Genetic fault almost doubles the risk of prostate cancer, study finds
Men who carry a faulty gene have almost double the risk of prostate cancer, researchers say.
The BRCA2 gene fault is usually associated with breast and ovarian cancer in women – with those who carry it having a 50% to 85% risk of developing breast cancer by age 70.
A large study has now found men with the faulty gene have a significantly higher risk of prostate cancer and their tumours tend to be more aggressive than people without the fault.
Researchers are now calling for this group of men to undergo regular screening.
Both men and women can pass down mutations in the BRCA genes and men may become aware they have a faulty gene if there is a family history of breast cancer.
Previous studies have shown that the standard test for prostate cancer (prostate-specific antigen or PSA) would not work as a screening tool for the general population as it is not reliable enough.
But the new study found PSA tests were more likely to pick out more serious forms of prostate cancer in men who carry the BRCA2 gene fault than in non-carriers.
This means men with the faulty gene could benefit from regular PSA testing.
The study – published in the journal European Urology – included data for 902 BRCA2 carriers and 497 BRCA2 non-carriers.
All men were offered a yearly PSA test for three years and those with elevated PSA reading were offered a biopsy to confirm whether they had cancer.
The researchers found that men who carry the BRCA2 gene fault were almost twice as likely to be diagnosed with prostate cancer as non-carriers.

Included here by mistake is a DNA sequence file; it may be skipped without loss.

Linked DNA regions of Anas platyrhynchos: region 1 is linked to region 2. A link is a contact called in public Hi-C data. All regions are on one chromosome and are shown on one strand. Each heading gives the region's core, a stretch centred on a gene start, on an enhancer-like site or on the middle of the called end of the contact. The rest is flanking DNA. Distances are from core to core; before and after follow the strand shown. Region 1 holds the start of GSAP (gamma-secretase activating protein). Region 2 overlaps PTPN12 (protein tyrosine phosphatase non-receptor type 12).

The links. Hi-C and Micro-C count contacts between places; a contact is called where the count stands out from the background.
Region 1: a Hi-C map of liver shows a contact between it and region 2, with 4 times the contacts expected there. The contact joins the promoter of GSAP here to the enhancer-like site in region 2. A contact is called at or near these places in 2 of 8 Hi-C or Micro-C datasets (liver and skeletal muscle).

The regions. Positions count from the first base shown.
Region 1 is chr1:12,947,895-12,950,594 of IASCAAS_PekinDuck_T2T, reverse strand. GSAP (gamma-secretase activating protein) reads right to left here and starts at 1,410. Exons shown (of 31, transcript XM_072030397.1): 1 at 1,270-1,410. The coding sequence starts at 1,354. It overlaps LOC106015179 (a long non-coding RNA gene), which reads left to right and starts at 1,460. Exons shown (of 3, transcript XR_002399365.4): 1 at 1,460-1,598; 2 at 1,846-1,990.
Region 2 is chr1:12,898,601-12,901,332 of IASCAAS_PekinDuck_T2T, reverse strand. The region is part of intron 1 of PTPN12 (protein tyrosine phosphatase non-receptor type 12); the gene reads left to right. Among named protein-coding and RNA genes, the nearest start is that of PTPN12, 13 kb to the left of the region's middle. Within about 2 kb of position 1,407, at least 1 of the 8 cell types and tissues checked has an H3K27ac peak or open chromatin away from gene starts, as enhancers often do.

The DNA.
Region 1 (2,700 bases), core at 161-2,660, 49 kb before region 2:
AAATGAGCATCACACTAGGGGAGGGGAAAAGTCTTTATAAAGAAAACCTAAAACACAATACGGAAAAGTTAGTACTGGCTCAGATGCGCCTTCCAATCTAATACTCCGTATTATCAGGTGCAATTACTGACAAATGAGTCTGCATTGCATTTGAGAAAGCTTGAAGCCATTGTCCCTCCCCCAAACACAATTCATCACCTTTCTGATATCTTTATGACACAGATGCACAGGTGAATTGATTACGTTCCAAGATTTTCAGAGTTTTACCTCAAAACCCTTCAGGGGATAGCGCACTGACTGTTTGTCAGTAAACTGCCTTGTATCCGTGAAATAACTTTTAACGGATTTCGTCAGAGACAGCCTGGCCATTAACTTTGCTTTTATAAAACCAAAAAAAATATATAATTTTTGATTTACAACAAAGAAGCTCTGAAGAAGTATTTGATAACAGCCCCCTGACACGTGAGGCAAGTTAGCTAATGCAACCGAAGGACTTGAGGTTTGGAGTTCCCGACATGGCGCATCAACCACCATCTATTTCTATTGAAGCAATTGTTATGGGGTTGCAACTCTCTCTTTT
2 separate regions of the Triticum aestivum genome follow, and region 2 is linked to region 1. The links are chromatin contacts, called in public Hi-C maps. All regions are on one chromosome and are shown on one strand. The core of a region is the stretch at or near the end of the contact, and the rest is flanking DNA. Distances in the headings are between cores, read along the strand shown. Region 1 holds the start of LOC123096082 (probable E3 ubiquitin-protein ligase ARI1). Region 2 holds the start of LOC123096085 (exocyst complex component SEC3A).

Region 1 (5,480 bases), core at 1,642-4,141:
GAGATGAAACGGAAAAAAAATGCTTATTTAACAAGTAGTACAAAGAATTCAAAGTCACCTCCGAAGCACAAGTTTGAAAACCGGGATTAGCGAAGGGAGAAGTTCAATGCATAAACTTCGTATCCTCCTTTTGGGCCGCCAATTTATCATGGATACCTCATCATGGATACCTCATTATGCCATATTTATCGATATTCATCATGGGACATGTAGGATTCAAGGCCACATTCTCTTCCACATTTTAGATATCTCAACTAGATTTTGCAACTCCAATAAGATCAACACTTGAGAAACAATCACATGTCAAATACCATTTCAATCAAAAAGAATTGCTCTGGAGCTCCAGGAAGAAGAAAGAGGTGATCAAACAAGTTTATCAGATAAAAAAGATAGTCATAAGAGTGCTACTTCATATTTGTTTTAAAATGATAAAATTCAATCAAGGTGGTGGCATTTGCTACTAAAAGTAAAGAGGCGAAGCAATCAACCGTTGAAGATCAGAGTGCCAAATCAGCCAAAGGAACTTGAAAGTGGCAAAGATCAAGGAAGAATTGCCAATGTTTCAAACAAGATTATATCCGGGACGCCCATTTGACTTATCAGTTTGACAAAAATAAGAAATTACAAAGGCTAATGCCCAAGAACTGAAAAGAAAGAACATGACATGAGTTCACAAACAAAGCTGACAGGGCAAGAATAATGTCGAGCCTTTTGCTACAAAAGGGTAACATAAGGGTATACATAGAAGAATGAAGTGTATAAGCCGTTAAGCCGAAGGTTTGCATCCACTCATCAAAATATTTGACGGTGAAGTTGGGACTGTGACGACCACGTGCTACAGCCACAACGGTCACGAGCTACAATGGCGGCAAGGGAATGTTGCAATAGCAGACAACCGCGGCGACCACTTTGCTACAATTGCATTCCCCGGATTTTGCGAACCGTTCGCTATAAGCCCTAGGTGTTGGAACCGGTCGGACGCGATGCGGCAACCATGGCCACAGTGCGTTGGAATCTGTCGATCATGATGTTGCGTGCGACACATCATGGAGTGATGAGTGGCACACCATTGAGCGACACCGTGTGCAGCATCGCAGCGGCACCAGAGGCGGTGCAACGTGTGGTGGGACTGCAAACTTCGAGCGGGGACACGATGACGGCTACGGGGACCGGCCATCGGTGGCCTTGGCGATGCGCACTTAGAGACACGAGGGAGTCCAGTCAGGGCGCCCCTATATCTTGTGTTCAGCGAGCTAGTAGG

Those with the BRCA2 gene fault also had more serious tumours – with 77% of men having clinically significant disease compared with 40% of non-carriers.
Men with the fault were also diagnosed at a younger age – at an average of 61 compared with 64 for non-carriers.
Experts estimate that about one in 300 white men could be carrying the genetic fault, but not all of them will develop prostate cancer.
Study leader Rosalind Eeles, professor of oncogenetics at the Institute of Cancer Research, London, said: “For women who undergo genetic testing, options are available to them if they carry a BRCA fault, including preventative surgery and increased screening.
“But there’s no prevention pathway in place if men decide to find out if they’re a carrier, which is why our research is so important.
“Men may get tested for the BRCA fault due to a family history of breast cancer, as they could pass the gene onto their children, which is especially significant if they have daughters.
“Our research offers this group of men more insight into their own health.
“Based on our results, we would recommend offering men who carry a fault in the BRCA2 regular PSA tests, so that they can be diagnosed and treated earlier.”
Professor Charles Swanton, chief clinician at Cancer Research UK, which funded the study, said: “Understanding more about people at higher risk of prostate cancer is an incredibly important area of research.
“Previous studies have shown that PSA is not a suitable test for screening for prostate cancer in the general population.
“But we still need to understand whether PSA testing would reduce deaths from the disease in any high-risk groups before we make any recommendation.
“Men who are worried about their prostate cancer risk or have a family history should discuss it with their doctor.”
Around one in eight men in the UK will develop prostate cancer during their lifetime.
The disease can cause no symptoms but may lead to urinary problems, such as going to the toilet more frequently.